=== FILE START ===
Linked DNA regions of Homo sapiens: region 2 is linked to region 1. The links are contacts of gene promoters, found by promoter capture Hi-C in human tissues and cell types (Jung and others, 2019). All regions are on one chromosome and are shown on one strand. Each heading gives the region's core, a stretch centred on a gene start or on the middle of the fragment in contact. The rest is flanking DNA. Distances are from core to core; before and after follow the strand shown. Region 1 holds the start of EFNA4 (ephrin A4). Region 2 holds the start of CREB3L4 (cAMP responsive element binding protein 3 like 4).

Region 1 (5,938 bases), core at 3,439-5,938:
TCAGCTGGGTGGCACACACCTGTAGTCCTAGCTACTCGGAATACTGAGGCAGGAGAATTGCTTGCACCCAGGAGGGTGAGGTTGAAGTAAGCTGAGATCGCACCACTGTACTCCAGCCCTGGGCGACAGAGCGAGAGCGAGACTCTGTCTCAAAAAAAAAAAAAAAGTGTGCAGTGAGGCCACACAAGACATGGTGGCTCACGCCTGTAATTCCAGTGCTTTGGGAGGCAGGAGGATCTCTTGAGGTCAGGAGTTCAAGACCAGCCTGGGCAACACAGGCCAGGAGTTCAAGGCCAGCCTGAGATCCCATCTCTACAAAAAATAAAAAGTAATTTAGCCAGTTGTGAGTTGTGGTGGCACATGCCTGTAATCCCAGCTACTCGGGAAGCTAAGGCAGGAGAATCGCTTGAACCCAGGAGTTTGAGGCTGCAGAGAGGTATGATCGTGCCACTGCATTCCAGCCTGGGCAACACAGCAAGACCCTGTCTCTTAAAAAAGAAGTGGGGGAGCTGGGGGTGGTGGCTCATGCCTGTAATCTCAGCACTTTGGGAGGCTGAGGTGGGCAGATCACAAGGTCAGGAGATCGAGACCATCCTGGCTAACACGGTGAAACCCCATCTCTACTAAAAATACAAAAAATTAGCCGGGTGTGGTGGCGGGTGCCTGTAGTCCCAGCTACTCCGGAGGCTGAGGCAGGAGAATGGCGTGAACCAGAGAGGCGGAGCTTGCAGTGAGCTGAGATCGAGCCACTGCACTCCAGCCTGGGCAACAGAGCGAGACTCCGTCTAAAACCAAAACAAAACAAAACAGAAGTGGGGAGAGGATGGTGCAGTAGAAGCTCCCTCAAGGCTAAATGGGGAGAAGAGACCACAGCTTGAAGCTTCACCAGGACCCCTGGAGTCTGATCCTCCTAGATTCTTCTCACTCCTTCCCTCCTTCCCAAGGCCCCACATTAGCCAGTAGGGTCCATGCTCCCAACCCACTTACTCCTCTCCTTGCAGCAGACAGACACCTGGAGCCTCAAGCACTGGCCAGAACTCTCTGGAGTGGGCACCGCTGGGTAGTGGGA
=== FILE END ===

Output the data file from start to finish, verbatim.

Linked DNA regions of Homo sapiens: region 2 is linked to region 1. The links are contacts of gene promoters, found by promoter capture Hi-C in human tissues and cell types (Jung and others, 2019). All regions are on one chromosome and are shown on one strand. Each heading gives the region's core, a stretch centred on a gene start or on the middle of the fragment in contact. The rest is flanking DNA. Distances are from core to core; before and after follow the strand shown. Region 1 holds the start of EFNA4 (ephrin A4). Region 2 holds the start of CREB3L4 (cAMP responsive element binding protein 3 like 4).

Region 1 (5,938 bases), core at 3,439-5,938:
TCAGCTGGGTGGCACACACCTGTAGTCCTAGCTACTCGGAATACTGAGGCAGGAGAATTGCTTGCACCCAGGAGGGTGAGGTTGAAGTAAGCTGAGATCGCACCACTGTACTCCAGCCCTGGGCGACAGAGCGAGAGCGAGACTCTGTCTCAAAAAAAAAAAAAAAGTGTGCAGTGAGGCCACACAAGACATGGTGGCTCACGCCTGTAATTCCAGTGCTTTGGGAGGCAGGAGGATCTCTTGAGGTCAGGAGTTCAAGACCAGCCTGGGCAACACAGGCCAGGAGTTCAAGGCCAGCCTGAGATCCCATCTCTACAAAAAATAAAAAGTAATTTAGCCAGTTGTGAGTTGTGGTGGCACATGCCTGTAATCCCAGCTACTCGGGAAGCTAAGGCAGGAGAATCGCTTGAACCCAGGAGTTTGAGGCTGCAGAGAGGTATGATCGTGCCACTGCATTCCAGCCTGGGCAACACAGCAAGACCCTGTCTCTTAAAAAAGAAGTGGGGGAGCTGGGGGTGGTGGCTCATGCCTGTAATCTCAGCACTTTGGGAGGCTGAGGTGGGCAGATCACAAGGTCAGGAGATCGAGACCATCCTGGCTAACACGGTGAAACCCCATCTCTACTAAAAATACAAAAAATTAGCCGGGTGTGGTGGCGGGTGCCTGTAGTCCCAGCTACTCCGGAGGCTGAGGCAGGAGAATGGCGTGAACCAGAGAGGCGGAGCTTGCAGTGAGCTGAGATCGAGCCACTGCACTCCAGCCTGGGCAACAGAGCGAGACTCCGTCTAAAACCAAAACAAAACAAAACAGAAGTGGGGAGAGGATGGTGCAGTAGAAGCTCCCTCAAGGCTAAATGGGGAGAAGAGACCACAGCTTGAAGCTTCACCAGGACCCCTGGAGTCTGATCCTCCTAGATTCTTCTCACTCCTTCCCTCCTTCCCAAGGCCCCACATTAGCCAGTAGGGTCCATGCTCCCAACCCACTTACTCCTCTCCTTGCAGCAGACAGACACCTGGAGCCTCAAGCACTGGCCAGAACTCTCTGGAGTGGGCACCGCTGGGTAGTGGGA